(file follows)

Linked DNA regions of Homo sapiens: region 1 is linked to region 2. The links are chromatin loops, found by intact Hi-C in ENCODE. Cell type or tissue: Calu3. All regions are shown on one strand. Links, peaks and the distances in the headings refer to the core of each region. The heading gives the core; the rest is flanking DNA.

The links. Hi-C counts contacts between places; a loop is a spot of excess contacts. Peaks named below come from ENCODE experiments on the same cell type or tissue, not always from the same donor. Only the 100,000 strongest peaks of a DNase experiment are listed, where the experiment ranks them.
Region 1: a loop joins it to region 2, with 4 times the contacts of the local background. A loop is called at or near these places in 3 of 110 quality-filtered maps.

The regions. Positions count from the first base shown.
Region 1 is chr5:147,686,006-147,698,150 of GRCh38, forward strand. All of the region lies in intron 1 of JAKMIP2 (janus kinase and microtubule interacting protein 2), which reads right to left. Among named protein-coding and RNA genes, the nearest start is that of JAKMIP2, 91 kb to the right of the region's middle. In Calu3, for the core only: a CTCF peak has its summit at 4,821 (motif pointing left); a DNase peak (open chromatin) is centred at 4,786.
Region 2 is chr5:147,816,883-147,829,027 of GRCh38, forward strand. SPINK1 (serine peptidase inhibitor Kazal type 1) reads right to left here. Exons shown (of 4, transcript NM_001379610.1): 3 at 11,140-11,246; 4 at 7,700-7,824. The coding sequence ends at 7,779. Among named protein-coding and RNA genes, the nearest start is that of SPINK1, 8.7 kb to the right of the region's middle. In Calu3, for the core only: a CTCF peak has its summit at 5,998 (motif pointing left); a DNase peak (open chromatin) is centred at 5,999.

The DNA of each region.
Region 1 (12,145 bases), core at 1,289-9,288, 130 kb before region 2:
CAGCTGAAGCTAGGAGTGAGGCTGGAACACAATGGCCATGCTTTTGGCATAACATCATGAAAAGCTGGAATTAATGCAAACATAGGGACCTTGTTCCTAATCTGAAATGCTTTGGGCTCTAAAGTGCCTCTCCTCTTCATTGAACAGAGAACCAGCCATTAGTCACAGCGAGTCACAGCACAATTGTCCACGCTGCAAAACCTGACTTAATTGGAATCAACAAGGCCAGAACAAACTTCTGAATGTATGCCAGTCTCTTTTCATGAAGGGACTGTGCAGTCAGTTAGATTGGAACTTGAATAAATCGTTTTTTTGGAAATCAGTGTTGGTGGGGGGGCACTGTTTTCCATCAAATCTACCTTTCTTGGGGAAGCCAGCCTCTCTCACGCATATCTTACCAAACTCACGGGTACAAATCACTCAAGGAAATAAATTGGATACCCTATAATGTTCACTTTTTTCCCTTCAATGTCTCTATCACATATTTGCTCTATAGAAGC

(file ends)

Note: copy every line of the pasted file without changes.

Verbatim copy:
Linked DNA regions of Homo sapiens: region 1 is linked to region 2. The links are chromatin loops, found by intact Hi-C in ENCODE. Cell type or tissue: Calu3. All regions are shown on one strand. Links, peaks and the distances in the headings refer to the core of each region. The heading gives the core; the rest is flanking DNA.

The links. Hi-C counts contacts between places; a loop is a spot of excess contacts. Peaks named below come from ENCODE experiments on the same cell type or tissue, not always from the same donor. Only the 100,000 strongest peaks of a DNase experiment are listed, where the experiment ranks them.
Region 1: a loop joins it to region 2, with 4 times the contacts of the local background. A loop is called at or near these places in 3 of 110 quality-filtered maps.

The regions. Positions count from the first base shown.
Region 1 is chr5:147,686,006-147,698,150 of GRCh38, forward strand. All of the region lies in intron 1 of JAKMIP2 (janus kinase and microtubule interacting protein 2), which reads right to left. Among named protein-coding and RNA genes, the nearest start is that of JAKMIP2, 91 kb to the right of the region's middle. In Calu3, for the core only: a CTCF peak has its summit at 4,821 (motif pointing left); a DNase peak (open chromatin) is centred at 4,786.
Region 2 is chr5:147,816,883-147,829,027 of GRCh38, forward strand. SPINK1 (serine peptidase inhibitor Kazal type 1) reads right to left here. Exons shown (of 4, transcript NM_001379610.1): 3 at 11,140-11,246; 4 at 7,700-7,824. The coding sequence ends at 7,779. Among named protein-coding and RNA genes, the nearest start is that of SPINK1, 8.7 kb to the right of the region's middle. In Calu3, for the core only: a CTCF peak has its summit at 5,998 (motif pointing left); a DNase peak (open chromatin) is centred at 5,999.

The DNA of each region.
Region 1 (12,145 bases), core at 1,289-9,288, 130 kb before region 2:
CAGCTGAAGCTAGGAGTGAGGCTGGAACACAATGGCCATGCTTTTGGCATAACATCATGAAAAGCTGGAATTAATGCAAACATAGGGACCTTGTTCCTAATCTGAAATGCTTTGGGCTCTAAAGTGCCTCTCCTCTTCATTGAACAGAGAACCAGCCATTAGTCACAGCGAGTCACAGCACAATTGTCCACGCTGCAAAACCTGACTTAATTGGAATCAACAAGGCCAGAACAAACTTCTGAATGTATGCCAGTCTCTTTTCATGAAGGGACTGTGCAGTCAGTTAGATTGGAACTTGAATAAATCGTTTTTTTGGAAATCAGTGTTGGTGGGGGGGCACTGTTTTCCATCAAATCTACCTTTCTTGGGGAAGCCAGCCTCTCTCACGCATATCTTACCAAACTCACGGGTACAAATCACTCAAGGAAATAAATTGGATACCCTATAATGTTCACTTTTTTCCCTTCAATGTCTCTATCACATATTTGCTCTATAGAAGC